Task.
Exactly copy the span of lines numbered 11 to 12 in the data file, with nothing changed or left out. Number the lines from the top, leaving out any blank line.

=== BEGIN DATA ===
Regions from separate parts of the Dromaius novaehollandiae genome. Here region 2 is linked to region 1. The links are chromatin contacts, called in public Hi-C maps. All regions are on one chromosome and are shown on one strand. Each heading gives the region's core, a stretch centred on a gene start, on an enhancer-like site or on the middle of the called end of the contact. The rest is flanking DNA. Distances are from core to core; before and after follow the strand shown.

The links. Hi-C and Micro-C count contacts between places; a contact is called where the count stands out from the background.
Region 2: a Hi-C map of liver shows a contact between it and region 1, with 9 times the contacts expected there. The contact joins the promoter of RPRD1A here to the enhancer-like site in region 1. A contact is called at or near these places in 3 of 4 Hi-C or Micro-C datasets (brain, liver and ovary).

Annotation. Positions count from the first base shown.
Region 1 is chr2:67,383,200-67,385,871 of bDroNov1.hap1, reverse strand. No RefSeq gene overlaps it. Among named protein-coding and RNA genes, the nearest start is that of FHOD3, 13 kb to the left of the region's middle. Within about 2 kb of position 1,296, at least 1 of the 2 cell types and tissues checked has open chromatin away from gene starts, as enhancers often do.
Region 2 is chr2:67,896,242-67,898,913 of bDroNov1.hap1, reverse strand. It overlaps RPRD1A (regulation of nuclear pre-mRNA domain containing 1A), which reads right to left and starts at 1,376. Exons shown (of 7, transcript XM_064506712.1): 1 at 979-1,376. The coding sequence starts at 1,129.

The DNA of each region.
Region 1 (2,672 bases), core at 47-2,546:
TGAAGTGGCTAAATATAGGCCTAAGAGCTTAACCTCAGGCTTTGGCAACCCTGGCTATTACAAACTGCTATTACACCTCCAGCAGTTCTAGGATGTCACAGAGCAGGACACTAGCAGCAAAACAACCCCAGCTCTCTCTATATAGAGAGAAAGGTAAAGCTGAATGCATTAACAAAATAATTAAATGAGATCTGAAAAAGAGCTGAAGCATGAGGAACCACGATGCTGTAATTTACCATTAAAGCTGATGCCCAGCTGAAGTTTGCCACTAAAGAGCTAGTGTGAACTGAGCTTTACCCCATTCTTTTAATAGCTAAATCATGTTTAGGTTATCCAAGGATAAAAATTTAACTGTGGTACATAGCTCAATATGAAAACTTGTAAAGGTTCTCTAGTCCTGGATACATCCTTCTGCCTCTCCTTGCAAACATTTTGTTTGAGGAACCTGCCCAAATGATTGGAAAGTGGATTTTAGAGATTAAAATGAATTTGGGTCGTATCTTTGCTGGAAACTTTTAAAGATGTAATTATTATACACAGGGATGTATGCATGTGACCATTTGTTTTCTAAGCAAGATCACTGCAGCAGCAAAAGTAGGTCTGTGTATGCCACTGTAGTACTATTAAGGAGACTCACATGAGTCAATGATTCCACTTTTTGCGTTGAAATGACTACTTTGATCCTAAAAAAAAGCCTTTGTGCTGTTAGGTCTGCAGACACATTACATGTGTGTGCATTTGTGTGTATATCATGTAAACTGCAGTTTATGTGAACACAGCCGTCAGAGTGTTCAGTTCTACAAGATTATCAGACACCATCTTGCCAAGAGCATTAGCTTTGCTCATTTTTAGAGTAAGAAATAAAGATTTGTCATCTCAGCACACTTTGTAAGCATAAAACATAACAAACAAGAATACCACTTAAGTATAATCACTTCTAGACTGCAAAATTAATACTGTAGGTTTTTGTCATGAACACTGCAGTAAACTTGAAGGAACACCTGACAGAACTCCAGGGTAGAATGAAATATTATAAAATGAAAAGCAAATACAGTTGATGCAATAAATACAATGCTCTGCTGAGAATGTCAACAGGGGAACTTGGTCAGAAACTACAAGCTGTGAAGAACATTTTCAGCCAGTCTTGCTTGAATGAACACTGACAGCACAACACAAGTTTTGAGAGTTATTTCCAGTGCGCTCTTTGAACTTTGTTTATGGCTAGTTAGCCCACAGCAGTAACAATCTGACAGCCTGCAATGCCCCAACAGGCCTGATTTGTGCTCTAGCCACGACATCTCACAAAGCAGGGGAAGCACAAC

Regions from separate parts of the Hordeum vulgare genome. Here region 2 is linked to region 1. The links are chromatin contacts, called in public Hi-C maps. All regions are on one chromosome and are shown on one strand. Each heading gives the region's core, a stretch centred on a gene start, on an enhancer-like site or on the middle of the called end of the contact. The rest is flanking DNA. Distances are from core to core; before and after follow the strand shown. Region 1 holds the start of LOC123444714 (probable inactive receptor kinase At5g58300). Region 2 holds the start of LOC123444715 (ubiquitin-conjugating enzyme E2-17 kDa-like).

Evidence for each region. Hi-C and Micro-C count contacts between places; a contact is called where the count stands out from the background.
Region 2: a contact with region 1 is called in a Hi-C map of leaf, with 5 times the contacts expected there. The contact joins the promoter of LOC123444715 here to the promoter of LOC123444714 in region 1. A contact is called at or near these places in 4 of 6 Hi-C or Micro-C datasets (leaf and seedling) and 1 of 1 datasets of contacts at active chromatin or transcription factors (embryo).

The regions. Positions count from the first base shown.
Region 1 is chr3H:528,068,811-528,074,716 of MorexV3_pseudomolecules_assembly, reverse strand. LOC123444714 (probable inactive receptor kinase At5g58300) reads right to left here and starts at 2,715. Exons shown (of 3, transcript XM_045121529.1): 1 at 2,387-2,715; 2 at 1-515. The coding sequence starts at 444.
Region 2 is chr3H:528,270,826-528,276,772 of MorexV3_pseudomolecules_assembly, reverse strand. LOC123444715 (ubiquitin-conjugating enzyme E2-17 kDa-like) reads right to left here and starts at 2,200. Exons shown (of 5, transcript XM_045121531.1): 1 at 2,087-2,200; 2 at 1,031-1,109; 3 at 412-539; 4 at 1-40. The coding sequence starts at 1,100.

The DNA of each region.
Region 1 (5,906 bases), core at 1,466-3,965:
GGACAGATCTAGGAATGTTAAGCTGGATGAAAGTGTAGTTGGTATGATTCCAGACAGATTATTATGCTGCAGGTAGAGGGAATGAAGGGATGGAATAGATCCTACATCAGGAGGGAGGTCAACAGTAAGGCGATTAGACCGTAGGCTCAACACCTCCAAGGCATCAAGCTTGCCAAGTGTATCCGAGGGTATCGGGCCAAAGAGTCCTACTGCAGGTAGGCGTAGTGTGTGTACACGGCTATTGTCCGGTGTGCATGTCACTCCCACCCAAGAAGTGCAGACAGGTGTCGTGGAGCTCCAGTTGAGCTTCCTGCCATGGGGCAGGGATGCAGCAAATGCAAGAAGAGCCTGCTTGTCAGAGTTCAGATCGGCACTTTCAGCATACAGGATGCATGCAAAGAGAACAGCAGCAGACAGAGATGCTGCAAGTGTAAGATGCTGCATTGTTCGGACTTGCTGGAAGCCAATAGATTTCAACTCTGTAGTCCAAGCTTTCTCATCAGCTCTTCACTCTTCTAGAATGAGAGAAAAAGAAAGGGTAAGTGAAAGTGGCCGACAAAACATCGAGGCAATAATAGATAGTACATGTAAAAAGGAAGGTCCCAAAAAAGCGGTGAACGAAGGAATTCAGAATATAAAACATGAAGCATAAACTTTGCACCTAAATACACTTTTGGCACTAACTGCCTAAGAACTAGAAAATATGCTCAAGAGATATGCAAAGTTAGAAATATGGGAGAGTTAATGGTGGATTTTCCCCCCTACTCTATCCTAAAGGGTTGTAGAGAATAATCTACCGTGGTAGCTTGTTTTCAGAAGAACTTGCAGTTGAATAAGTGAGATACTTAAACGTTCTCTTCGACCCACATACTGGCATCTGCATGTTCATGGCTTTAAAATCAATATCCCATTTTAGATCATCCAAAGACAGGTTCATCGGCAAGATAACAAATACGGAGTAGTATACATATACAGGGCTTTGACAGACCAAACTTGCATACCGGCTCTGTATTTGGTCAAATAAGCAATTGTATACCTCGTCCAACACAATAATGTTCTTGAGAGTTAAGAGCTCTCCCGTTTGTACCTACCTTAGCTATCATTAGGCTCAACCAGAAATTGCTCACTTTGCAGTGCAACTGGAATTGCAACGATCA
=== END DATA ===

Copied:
Evidence for each region. Hi-C and Micro-C count contacts between places; a contact is called where the count stands out from the background.
Region 2: a contact with region 1 is called in a Hi-C map of leaf, with 5 times the contacts expected there. The contact joins the promoter of LOC123444715 here to the promoter of LOC123444714 in region 1. A contact is called at or near these places in 4 of 6 Hi-C or Micro-C datasets (leaf and seedling) and 1 of 1 datasets of contacts at active chromatin or transcription factors (embryo).